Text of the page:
Friday, May 29, 2009

Puzzle Learning

Have you ever tried to put together a jigsaw puzzle? Puzzle play, at no matter what age, not only is entertaining, but can also provide a variety of learning opportunities.

Puzzles exercise memory. Notice how a child delights in remembering how to put together a familiar puzzle. Children will often verbalize or talk about how pieces go together. The use of verbalization with themselves or a play partner is a way to aid with memory skills. Zbigniew and Matthew Michalewicz in their book, Puzzle -Based Learning: An introduction to critical thinking, mathematics and problem solving, categorize this type of learning as the "Eureka factor."

Puzzles help develop fine muscle movements. The control of fine muscle movements develops slowly and is dependent upon a great deal of practice. Fine muscle skills aid in such activities as writing, self-dressing, using a keyboard, etc. Puzzle pieces should be large enough to accommodate small hands.

Puzzles help eye-hand coordination. Children look for visual cues such as patterns and colors to help match pieces together. This strengthens the coordination of the eyes with the hands and thoughts with actions.

Puzzles increase mathematical awareness and problem-solving skills. A puzzle can teach a child how parts fit together to form a whole. Problem-solving skills can be supported by using verbal directions such as, "All the red pieces go here" or "This piece is curved." The opportunity to practice a skill over and over again enhances problem-solving abilities. The problem solver may feel a sense of reward for solving the puzzle.

Children enjoy puzzle exploration with or without the help of an adult or another child. Very young children will enjoy putting in pieces and taking them back out just as much as they will enjoy fitting them into the right spot. As they grow and learn to rotate pieces to match holes and find pieces that fit, they can handle increasingly complex puzzles. Because most young children are tactile learners, the physical puzzles are especially good so that children can reap the learning benefits by manipulating the pieces in their hands. For all of us grown-ups, puzzles are a great challenge-driven learning opportunity. Try this one; you may recognize your favorite children's museum once completed! (Hint: Be sure and give this puzzle a few minutes to load on your computer.)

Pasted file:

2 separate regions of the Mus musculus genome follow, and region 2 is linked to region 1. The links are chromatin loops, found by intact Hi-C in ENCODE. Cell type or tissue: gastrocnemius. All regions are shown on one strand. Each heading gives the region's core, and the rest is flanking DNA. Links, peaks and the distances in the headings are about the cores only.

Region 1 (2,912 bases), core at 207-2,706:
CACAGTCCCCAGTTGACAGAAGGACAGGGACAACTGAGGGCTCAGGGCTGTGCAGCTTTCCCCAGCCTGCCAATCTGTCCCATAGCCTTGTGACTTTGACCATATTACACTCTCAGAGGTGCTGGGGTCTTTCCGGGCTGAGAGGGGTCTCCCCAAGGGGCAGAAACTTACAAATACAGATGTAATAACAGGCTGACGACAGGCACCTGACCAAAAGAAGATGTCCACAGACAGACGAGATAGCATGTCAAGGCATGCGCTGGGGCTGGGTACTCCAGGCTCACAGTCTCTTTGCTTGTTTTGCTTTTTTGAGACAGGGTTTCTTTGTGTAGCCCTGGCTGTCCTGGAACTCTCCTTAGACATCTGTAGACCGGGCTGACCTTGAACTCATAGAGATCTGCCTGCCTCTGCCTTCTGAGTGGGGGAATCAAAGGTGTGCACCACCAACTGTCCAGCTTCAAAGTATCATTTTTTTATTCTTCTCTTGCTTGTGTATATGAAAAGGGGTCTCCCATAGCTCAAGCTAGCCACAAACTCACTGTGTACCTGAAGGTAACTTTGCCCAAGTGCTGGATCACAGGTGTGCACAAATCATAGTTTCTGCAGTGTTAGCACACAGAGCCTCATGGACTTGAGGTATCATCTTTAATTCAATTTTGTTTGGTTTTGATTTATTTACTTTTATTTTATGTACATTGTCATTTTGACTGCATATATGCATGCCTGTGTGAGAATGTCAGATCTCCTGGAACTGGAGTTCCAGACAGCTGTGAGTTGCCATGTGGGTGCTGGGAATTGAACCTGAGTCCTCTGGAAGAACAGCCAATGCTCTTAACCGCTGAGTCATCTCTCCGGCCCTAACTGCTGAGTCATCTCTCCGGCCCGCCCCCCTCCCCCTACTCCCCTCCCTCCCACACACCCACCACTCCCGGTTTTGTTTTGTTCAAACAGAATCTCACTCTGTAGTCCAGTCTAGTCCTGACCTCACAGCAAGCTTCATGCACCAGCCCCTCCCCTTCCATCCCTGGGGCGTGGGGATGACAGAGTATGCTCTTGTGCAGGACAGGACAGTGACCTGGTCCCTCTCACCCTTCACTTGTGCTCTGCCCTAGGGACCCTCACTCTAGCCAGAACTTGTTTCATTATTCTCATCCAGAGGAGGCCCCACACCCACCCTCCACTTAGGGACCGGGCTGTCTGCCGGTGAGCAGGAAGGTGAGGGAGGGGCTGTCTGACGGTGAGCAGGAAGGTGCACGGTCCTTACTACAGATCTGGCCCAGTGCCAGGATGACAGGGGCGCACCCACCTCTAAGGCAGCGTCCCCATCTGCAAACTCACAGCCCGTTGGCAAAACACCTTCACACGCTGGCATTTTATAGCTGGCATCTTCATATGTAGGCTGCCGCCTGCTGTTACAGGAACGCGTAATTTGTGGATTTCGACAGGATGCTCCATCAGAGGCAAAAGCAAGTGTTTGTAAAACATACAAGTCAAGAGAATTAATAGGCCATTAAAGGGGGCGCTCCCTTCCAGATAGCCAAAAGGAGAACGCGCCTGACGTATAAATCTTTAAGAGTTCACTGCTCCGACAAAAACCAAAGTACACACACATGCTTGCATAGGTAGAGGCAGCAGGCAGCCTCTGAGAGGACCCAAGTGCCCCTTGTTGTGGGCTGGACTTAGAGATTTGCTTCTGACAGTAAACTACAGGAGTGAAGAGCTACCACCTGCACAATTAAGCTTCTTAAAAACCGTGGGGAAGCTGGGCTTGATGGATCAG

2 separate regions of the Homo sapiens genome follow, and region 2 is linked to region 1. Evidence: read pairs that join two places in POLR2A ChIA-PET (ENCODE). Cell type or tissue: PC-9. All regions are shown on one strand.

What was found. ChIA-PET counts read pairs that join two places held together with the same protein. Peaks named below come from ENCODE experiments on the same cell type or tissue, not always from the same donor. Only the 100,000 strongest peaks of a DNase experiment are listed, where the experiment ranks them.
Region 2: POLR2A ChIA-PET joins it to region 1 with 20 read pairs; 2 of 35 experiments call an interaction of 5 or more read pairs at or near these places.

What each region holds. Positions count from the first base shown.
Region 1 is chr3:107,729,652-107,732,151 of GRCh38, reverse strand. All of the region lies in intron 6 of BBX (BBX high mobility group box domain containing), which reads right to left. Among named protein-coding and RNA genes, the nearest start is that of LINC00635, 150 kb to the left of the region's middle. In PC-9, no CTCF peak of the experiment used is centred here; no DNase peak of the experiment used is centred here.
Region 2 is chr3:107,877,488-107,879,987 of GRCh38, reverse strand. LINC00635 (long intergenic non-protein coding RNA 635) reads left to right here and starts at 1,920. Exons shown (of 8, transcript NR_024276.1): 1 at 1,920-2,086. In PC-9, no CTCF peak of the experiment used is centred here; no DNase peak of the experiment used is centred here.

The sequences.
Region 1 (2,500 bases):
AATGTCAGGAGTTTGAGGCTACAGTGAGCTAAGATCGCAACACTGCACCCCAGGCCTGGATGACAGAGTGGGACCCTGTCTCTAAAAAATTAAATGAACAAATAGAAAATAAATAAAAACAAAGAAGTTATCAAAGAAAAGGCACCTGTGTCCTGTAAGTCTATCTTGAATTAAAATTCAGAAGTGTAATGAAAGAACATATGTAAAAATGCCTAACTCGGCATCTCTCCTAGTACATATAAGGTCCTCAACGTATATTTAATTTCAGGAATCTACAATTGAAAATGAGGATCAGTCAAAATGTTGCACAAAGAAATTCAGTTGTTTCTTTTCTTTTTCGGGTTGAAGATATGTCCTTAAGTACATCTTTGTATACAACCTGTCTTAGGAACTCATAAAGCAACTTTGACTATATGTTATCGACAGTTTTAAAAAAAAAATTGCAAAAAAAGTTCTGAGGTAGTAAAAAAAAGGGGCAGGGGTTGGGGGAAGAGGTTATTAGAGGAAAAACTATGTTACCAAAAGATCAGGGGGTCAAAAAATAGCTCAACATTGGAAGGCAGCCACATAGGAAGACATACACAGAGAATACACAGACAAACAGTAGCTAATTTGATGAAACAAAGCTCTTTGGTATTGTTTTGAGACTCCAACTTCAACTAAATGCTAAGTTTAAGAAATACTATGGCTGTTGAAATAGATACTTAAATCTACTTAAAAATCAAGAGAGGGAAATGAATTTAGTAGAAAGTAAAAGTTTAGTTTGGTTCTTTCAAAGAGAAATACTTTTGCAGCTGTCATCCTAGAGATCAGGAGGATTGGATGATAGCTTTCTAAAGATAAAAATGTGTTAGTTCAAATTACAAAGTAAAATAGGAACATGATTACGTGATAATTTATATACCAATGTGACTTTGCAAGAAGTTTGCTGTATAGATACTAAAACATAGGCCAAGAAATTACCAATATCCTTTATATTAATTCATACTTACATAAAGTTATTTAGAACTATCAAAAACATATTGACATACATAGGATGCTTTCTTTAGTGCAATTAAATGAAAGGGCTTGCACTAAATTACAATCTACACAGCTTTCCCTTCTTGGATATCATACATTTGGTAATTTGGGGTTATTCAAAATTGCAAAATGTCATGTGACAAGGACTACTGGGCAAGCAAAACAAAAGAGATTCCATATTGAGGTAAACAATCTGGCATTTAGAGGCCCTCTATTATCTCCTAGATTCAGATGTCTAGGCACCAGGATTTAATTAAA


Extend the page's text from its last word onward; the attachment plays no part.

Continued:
Friday, May 15, 2009

The Art of Eric Carle

A recent weeklong drop-in program in our studio, The Art of Eric Carle, gave our visitors the opportunity to explore the pictures in Eric Carle's books and posters. Children recognize his familiar stories and acclaimed works, such as The Very Hungry Caterpillar and Brown Bear, Brown Bear, What Do You See? Eric Carle's illustrations are distinctive and easily recognizable by his collage technique using cut-up painted papers.

Children created their pictures by using bits of recycled artworks left at the Museum as collage materials. These paper scraps of cut-up paintings took on a look of their own when children began to create their own illustrations. The bit of paper becomes grass for the new picture or fur for the animal in the child's drawing.

Marcia MacRae, the Museum's Interdisciplinary Arts Specialist, says this type of art process serves multiple educational benefits. "Children develop higher order thinking skills. They can imagine something else from the recycled bits of artworks. When you take a material out of its original context, it becomes abstract. Children then use higher order thinking skills to create something concrete from an abstract concept. Children learn that artists can create something from items other than crayons or paint," noted MacRae. "This technique also reinforces that materials can be recycled for other uses."

Drop-in programs in our Art Studio are always free with admission to the Museum. The Studio is open every day from 10 am till 12pm and 1 - 3 pm (Thursday - Sunday). Please check the Museum's calendar for the monthly drop-in schedule in the Studio.